Monday Morning

The Men I hired to bring Intelligence from the Branch, return’d last Night with Letter’s from Captn Ashby and the other Partys up there, by which we learn that the Indians are gone off.11 Scouts having been dispersd upon those Water’s for several days witht discovering tracts, or other Signs of the Enemy. I am also inform’d that it ⟨is⟩ believ’d their numbers amounted to 150—that 70 or near it of our People are killd, and missing,12 and that several houses and Plantations are destroy’d, but not so great havock made as was at first represented—The Ranger’s, and a small party of Militia ordered up there by Lord Fairfax I am given to understand intend to March down on Wednesday next,13 who will be immediately followd by all the Inhabitants of those parts that had gather’d under their protection: I have therefore sent Preemptory Order’s to the Contrary, but what obedience will be paid to it—a little time will reveal. I have order’d those Men who were recruited for the Ranger’s to join their Respective Company’s, and th⟨ere⟩ is also a party of 20 Militia marchd with them, under the Command of Captn Hardin.14

Captn Waggener is this Instant arrivd with 30 Rec[rui]ts which he marched from Alexandria15 in less than three day⟨s⟩ a great march indeed! Majr Lewis and his Rects from Fredericksburg is expected in Tomorrow, when with these, and 22 Men of Captn Bells now here I shall proceed by quick Marches to Fort Cumberland in order to strengthen the Garrison there. Besides these, I think it absolutely necessary that there should be two or 3 Companys exclusive of Ranger’s to Guard the Potomack Water’s, till such times as our Regiment is compleated; and indeed the Ranger’s and volunteer Companys in Augusta, with some of their Militia shoud be properly disposd of on those Frontier’s for fear of an Attack upon that Quarter: This thô16 is submitted to your honour’s Judgement, & waits your Order’s for execution if it shoud be thought expedient. Captn Waggener inform’d me, that it was with difficulty he passd the Ridge for the Crowds of People who were flying, as if every moment was death. he endeavourd, but in Vain to stop them, they firmly believg that Winchester was taken, and in Flames—I have sent expresses17 down the several Roads in hopes of bringing back the Inhabitants who are really frighted out of their Senses.

I dispatchd an express immediately upon my arrival to this place with a Copy of the Inclosd to Andw Montour, who I heard was at a place calld long Island [Great Island] with 300 Indians, to see if I coud engage him and them to join us[.] The Letter favours18 a little of flattery & &ca but this I hope is justifiable on such occasion’s—I also wrote to Gist acquaintg him of the favour your Honour intended him, and desir’d he woud repair home in order to raise his Company of Scouts.19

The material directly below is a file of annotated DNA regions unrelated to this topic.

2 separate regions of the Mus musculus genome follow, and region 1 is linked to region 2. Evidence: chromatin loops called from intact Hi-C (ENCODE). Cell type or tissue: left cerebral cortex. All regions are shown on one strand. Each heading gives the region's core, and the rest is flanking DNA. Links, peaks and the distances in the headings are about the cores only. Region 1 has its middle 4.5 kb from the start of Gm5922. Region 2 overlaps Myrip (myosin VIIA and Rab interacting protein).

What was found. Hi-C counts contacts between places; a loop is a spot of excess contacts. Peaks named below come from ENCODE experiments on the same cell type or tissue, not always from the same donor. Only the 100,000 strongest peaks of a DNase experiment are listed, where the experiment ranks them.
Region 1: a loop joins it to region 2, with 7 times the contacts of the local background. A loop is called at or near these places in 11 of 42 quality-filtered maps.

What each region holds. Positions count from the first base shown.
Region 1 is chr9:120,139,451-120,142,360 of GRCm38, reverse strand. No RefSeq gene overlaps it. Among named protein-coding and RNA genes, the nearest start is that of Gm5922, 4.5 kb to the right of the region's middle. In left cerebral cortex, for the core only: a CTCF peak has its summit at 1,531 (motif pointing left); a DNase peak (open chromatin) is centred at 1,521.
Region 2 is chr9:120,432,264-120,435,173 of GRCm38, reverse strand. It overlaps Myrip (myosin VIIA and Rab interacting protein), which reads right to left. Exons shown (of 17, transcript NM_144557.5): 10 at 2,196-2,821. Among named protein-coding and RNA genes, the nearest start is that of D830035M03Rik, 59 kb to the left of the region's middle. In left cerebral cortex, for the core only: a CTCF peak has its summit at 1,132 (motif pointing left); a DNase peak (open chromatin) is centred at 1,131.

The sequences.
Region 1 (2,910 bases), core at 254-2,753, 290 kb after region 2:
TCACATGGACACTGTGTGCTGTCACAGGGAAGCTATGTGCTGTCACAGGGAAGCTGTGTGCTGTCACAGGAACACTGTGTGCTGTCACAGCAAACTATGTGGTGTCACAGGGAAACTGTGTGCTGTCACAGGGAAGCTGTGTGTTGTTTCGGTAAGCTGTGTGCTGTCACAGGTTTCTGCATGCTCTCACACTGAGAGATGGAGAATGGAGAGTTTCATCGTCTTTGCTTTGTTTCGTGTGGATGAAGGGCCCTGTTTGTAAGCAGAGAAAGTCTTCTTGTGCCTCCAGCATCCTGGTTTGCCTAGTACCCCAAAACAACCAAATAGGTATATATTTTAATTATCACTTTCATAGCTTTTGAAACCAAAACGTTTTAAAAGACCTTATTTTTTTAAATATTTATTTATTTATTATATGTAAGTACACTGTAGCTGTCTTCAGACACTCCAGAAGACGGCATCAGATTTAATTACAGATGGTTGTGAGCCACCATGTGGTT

I shall defer writing to the Speaker and Committee upon any other head than that of Commissary, still hoping to be down by the time I mention’d in my last (provided no new disturbances happens) having some points to settle that I am uneasy and urgent abt—I have been oblig’d to do dutys quite foreign from my own, but that I shall never hesitate abt when other’s do; and the good of the Service requires the Contrary—In a journey from Fort Cumberld to Fort Dinwiddie,20 which I made purposely to see the Situation of our Frontier’s, how the Rangers were Posted, and how Troops might be disposd off for the defence of the Country, I purchased 650 fine Beeves to be deliverd at Fort Cumberland by the First day of Novr next, at 10/ pr hundd21 except a few that I was obligd to give Eleven Shilgs for, and have my own Bonds now out for performance of Covenants—this being the Commissarys business, who I am sorry to say has hitherto been of no use, but disservice to me, in neglecting my Orders, and leaving this place witht Flour, and Fredericksburg witht any Provision’s for the Rects tho their was timely notice given: I must beg that if Mr Dick will not act, that some Person may be appointed that will, for if things remain in this uncertain Situation, the Season will pass witht havg any Provision made for the Winters or Summer’s Campaign: whoever acts as Comy shoud be sent up immediately abt Salting the Provision’s &ca, it will be difficult I believe to provide a quantity of Pork—I enquir’d as I rode thrô Hampshire, Augusta, &ca and cou’d not hear of much for Sale.